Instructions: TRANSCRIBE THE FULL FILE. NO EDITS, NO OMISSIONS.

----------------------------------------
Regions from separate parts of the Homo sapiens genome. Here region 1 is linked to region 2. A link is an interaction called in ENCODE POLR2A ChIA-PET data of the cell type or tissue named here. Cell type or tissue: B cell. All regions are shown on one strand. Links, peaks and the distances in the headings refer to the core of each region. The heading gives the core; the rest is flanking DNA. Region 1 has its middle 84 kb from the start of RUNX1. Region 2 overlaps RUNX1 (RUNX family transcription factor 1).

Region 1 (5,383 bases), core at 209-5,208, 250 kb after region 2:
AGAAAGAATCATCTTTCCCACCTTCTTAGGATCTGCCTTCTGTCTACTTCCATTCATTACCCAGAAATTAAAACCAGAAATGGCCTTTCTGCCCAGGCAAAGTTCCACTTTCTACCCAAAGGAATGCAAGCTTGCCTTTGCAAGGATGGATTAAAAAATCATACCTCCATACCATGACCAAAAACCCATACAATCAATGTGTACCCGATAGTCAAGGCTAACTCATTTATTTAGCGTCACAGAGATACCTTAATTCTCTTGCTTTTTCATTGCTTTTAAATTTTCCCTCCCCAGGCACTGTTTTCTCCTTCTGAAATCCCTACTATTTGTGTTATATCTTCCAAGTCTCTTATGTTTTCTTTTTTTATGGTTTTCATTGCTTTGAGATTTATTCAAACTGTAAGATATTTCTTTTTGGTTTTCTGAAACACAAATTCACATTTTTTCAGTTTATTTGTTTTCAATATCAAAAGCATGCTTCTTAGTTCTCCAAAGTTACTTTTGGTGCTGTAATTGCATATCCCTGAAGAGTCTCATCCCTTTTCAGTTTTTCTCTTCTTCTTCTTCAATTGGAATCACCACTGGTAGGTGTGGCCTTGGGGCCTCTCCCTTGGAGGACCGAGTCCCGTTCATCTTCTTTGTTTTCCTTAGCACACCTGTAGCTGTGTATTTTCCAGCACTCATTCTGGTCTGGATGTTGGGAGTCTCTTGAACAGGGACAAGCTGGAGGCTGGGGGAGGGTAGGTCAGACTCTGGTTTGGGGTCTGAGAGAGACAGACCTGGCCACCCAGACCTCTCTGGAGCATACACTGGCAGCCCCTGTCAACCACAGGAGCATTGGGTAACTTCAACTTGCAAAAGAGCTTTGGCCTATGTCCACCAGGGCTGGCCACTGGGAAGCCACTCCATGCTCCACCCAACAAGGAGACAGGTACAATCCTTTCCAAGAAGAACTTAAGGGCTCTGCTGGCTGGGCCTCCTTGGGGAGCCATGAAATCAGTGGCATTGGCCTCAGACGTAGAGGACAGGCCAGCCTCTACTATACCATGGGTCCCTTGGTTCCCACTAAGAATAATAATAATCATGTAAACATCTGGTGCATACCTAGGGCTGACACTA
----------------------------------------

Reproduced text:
Regions from separate parts of the Homo sapiens genome. Here region 1 is linked to region 2. A link is an interaction called in ENCODE POLR2A ChIA-PET data of the cell type or tissue named here. Cell type or tissue: B cell. All regions are shown on one strand. Links, peaks and the distances in the headings refer to the core of each region. The heading gives the core; the rest is flanking DNA. Region 1 has its middle 84 kb from the start of RUNX1. Region 2 overlaps RUNX1 (RUNX family transcription factor 1).

Region 1 (5,383 bases), core at 209-5,208, 250 kb after region 2:
AGAAAGAATCATCTTTCCCACCTTCTTAGGATCTGCCTTCTGTCTACTTCCATTCATTACCCAGAAATTAAAACCAGAAATGGCCTTTCTGCCCAGGCAAAGTTCCACTTTCTACCCAAAGGAATGCAAGCTTGCCTTTGCAAGGATGGATTAAAAAATCATACCTCCATACCATGACCAAAAACCCATACAATCAATGTGTACCCGATAGTCAAGGCTAACTCATTTATTTAGCGTCACAGAGATACCTTAATTCTCTTGCTTTTTCATTGCTTTTAAATTTTCCCTCCCCAGGCACTGTTTTCTCCTTCTGAAATCCCTACTATTTGTGTTATATCTTCCAAGTCTCTTATGTTTTCTTTTTTTATGGTTTTCATTGCTTTGAGATTTATTCAAACTGTAAGATATTTCTTTTTGGTTTTCTGAAACACAAATTCACATTTTTTCAGTTTATTTGTTTTCAATATCAAAAGCATGCTTCTTAGTTCTCCAAAGTTACTTTTGGTGCTGTAATTGCATATCCCTGAAGAGTCTCATCCCTTTTCAGTTTTTCTCTTCTTCTTCTTCAATTGGAATCACCACTGGTAGGTGTGGCCTTGGGGCCTCTCCCTTGGAGGACCGAGTCCCGTTCATCTTCTTTGTTTTCCTTAGCACACCTGTAGCTGTGTATTTTCCAGCACTCATTCTGGTCTGGATGTTGGGAGTCTCTTGAACAGGGACAAGCTGGAGGCTGGGGGAGGGTAGGTCAGACTCTGGTTTGGGGTCTGAGAGAGACAGACCTGGCCACCCAGACCTCTCTGGAGCATACACTGGCAGCCCCTGTCAACCACAGGAGCATTGGGTAACTTCAACTTGCAAAAGAGCTTTGGCCTATGTCCACCAGGGCTGGCCACTGGGAAGCCACTCCATGCTCCACCCAACAAGGAGACAGGTACAATCCTTTCCAAGAAGAACTTAAGGGCTCTGCTGGCTGGGCCTCCTTGGGGAGCCATGAAATCAGTGGCATTGGCCTCAGACGTAGAGGACAGGCCAGCCTCTACTATACCATGGGTCCCTTGGTTCCCACTAAGAATAATAATAATCATGTAAACATCTGGTGCATACCTAGGGCTGACACTA